The Taijitu Symbols

1514 Words 7 Pages
The Taijitu symbol, more commonly known as “yin and yang” represents more than meets the eye. The symbol was partially derived from an ancient manual known as the I-Ching, or Book of Changes (Issitt and Main 251). Like many other symbols, this one was created by combining other symbols together to make a more present and relatable symbol. This symbol represents opposite forces and how they work together in the world. The “Yin and Yang” are a way for citizens to explain nature and how it balances itself out. It was decided that each half of the Taijitu would represent different forces. Yin, the black side, represents a negative force and is shown in darkness, coolness, the moon, and the shadows (Hopfe 198). Yang, the white side, would represent …show more content…
It is known as a hexagram, which is geometrically made from two triangles equal in size. Representation of this symbol depends on which religion or area it is used in. For the Jewish, it is a religious symbol. The Star of David was placed in newly built synagogues in the 19th century, and used on banners and prayer shawls (Liungman 301). This symbol is also believed by historians to be used as a form of art in ancient Egypt (Issitt and Main 26). In the art form, each triangle has a different meaning, like the “Yin and Yang”. Directionally speaking, the downward facing triangle represents water, whereas the upward facing triangle represents fire (Liungman 301). It is not a westernized symbol, although it can be found as a shape used for badges and is used for geometric equations in academic classes. Another way westerners have viewed this symbol is by comparing it to the Taijitu in the sense that fire and water are opposing forces that overpower one …show more content…
Through the symbol, it explains the five duties each Muslim should abide to. Not every Muslim is identified with the symbol due to the hazy origin, but they still follow the five pillars. The first pillar instills monotheism; the belief that there is only one god. The second is the belief in angels, or the belief that angels go to heaven and are assigned duties once their human lives are fulfilled. A belief in many prophets with one message, or third pillar, is the belief that God has chosen multiple men to relay the same message (Bishop and Darton 165). Next in the pillars, the day of judgement, is where God decides whether someone has fulfilled their rightful duties and whether they shall be rewarded or punished (Hopfe 399). Lastly, the fifth pillar, is the belief that God has timeless knowledge, or in other words knows everything. These five teachings are critical to Muslims, as without them, they wouldn’t have a set of rules to worship and follow. They are taught to obey by the five pillars and live life accordingly, and this symbol allows a visual representation of the set guidelines. Teachings within the religion coordinate with this symbol directly, like the Taijitu and unlike the Star of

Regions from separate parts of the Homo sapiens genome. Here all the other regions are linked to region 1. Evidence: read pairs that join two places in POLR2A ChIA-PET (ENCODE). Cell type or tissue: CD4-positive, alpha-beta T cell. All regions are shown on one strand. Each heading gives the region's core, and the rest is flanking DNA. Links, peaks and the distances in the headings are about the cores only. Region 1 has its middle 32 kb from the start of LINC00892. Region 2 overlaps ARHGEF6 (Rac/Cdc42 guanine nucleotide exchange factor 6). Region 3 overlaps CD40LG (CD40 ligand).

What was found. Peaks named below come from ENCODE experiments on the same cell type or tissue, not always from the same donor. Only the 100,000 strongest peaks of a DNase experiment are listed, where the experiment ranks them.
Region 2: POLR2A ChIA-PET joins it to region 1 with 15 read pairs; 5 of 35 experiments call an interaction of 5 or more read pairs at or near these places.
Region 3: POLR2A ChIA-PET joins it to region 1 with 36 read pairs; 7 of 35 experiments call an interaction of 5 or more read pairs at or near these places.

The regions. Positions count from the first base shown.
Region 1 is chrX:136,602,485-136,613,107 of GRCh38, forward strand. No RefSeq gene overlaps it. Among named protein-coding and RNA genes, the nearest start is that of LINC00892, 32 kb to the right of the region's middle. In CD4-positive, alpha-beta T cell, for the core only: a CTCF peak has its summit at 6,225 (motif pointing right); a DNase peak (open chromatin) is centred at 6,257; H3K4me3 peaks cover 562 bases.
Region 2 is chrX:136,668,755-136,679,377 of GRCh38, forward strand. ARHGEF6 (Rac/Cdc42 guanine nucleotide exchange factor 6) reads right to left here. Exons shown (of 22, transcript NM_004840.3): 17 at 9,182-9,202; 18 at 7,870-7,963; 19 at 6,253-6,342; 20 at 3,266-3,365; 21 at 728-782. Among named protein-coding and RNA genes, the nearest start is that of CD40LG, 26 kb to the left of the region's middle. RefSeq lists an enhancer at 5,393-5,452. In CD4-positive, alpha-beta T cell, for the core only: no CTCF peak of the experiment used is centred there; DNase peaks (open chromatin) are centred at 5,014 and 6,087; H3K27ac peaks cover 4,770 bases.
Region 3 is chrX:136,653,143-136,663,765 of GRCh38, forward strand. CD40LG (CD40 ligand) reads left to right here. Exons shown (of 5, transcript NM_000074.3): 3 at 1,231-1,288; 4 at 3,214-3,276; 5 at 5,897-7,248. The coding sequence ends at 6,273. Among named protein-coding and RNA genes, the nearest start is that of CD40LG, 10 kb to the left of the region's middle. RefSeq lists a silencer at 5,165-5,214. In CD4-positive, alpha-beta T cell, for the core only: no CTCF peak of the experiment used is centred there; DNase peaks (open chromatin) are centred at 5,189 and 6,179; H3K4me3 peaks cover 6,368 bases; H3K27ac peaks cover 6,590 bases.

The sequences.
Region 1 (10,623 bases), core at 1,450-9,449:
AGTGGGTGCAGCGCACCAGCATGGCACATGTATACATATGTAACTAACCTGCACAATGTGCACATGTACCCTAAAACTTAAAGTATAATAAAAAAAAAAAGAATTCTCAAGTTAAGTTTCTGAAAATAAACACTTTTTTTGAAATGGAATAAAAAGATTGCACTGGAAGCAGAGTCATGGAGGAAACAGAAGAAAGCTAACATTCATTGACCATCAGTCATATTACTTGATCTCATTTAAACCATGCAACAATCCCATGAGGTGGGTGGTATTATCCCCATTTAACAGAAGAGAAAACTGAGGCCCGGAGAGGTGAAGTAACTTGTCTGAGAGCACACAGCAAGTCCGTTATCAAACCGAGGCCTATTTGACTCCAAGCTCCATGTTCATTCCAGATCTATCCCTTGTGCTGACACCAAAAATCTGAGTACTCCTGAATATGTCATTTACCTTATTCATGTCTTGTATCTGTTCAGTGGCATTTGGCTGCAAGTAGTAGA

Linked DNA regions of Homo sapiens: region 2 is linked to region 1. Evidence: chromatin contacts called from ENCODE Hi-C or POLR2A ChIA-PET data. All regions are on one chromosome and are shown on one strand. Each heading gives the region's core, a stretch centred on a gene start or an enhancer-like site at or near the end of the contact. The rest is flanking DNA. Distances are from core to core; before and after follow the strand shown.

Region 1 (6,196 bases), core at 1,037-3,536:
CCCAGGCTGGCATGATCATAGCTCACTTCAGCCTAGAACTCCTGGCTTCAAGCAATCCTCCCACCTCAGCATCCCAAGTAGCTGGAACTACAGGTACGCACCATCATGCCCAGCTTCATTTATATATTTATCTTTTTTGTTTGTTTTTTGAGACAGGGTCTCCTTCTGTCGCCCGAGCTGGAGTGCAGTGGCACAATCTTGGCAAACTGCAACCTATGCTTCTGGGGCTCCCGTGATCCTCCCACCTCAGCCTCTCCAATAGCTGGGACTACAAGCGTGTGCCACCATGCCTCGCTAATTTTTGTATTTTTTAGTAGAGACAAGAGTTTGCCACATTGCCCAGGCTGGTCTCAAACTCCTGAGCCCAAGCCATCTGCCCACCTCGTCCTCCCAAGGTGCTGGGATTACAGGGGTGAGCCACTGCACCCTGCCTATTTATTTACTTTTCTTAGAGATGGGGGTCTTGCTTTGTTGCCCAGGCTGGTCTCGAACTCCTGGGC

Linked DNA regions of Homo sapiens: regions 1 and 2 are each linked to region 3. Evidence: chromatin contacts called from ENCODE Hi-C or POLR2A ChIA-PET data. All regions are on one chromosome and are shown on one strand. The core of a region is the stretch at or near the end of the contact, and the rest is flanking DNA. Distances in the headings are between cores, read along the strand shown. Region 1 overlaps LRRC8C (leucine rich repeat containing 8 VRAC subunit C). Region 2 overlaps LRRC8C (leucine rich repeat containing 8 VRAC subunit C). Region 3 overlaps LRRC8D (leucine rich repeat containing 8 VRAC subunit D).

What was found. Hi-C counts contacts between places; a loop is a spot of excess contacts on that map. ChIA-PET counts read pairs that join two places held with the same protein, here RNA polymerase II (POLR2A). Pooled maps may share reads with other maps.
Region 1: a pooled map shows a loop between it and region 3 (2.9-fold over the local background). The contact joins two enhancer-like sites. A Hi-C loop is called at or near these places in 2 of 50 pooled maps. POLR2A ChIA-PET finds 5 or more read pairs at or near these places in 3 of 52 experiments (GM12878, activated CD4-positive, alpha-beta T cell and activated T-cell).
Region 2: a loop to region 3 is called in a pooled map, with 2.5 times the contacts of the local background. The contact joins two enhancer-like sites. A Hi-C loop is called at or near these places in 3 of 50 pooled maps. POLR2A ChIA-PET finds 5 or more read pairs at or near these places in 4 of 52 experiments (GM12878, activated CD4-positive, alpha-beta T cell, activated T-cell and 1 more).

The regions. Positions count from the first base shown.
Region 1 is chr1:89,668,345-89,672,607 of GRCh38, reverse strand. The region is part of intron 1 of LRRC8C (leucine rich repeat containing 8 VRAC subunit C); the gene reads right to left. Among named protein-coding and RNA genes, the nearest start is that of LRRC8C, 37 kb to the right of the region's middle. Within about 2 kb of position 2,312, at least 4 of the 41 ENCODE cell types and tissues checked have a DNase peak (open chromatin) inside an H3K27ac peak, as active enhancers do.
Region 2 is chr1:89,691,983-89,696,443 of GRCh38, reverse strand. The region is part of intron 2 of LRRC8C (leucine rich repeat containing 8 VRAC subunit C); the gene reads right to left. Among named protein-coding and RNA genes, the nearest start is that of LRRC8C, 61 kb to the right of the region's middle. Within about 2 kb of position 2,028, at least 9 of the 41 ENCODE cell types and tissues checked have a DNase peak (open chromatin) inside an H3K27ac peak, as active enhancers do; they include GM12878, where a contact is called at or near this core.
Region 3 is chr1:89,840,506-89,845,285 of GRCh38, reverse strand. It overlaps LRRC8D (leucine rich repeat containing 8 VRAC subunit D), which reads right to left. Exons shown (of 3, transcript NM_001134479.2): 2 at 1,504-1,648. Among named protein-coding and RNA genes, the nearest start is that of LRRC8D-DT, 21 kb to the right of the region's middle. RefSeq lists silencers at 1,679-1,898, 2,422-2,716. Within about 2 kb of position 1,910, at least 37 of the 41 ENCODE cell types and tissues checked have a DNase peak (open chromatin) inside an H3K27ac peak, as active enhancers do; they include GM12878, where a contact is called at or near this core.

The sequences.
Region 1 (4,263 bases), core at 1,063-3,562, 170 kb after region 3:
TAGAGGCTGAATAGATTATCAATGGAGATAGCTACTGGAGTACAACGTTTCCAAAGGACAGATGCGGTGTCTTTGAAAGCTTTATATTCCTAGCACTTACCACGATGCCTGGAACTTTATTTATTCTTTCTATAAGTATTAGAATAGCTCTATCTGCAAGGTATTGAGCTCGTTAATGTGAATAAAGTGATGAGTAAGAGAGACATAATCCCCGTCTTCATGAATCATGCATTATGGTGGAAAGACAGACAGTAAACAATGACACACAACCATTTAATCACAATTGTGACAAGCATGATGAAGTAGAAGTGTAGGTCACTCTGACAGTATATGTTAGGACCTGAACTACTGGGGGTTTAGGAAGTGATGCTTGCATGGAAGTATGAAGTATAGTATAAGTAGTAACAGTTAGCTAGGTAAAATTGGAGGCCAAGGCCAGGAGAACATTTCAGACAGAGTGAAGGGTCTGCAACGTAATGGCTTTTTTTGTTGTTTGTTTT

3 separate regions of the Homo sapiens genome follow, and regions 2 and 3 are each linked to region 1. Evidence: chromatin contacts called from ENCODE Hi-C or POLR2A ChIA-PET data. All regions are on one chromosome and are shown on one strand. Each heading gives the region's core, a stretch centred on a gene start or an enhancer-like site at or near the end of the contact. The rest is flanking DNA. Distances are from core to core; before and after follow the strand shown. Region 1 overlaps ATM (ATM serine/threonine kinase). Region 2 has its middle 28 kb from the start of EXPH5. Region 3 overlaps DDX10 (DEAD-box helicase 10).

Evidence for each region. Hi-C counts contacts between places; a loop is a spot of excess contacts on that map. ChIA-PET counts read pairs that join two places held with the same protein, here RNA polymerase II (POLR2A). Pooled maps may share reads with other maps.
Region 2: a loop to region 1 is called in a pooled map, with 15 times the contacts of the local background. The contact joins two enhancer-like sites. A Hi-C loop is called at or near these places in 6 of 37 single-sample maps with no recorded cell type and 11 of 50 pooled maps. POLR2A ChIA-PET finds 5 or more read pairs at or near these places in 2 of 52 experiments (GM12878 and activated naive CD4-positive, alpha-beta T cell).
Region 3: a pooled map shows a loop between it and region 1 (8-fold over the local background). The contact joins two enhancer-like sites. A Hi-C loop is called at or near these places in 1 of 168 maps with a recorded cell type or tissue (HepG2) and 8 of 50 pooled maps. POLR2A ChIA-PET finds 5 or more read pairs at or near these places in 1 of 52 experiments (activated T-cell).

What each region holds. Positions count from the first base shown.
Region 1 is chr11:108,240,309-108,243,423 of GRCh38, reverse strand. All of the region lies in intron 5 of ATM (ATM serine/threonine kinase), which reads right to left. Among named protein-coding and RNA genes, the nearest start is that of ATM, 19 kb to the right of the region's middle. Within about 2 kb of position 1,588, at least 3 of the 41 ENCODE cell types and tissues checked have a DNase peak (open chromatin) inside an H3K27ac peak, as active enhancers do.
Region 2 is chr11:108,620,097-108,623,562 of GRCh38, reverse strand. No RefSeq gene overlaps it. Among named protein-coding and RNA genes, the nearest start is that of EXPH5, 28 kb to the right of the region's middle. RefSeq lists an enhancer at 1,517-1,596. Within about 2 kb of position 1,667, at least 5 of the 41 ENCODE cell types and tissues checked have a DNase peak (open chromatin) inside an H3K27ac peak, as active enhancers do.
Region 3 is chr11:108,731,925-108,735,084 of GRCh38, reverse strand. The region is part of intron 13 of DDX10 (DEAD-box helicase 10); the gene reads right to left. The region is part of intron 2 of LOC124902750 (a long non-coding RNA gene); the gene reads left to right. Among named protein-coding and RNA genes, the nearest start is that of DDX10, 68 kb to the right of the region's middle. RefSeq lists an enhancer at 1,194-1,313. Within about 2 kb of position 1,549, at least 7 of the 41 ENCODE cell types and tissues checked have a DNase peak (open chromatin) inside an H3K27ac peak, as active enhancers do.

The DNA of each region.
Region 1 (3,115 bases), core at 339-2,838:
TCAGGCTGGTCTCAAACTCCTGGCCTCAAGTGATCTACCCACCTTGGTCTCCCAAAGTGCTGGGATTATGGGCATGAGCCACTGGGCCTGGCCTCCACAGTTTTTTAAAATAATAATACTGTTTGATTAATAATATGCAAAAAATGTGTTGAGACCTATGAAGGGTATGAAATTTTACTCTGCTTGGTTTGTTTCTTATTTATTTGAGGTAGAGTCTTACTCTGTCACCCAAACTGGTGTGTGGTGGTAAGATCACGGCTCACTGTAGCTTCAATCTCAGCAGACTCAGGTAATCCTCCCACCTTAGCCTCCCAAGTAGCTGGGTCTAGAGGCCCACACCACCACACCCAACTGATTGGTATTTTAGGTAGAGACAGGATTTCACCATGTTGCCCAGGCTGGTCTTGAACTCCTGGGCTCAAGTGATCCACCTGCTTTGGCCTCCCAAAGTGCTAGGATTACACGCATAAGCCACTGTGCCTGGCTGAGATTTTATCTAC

Related Documents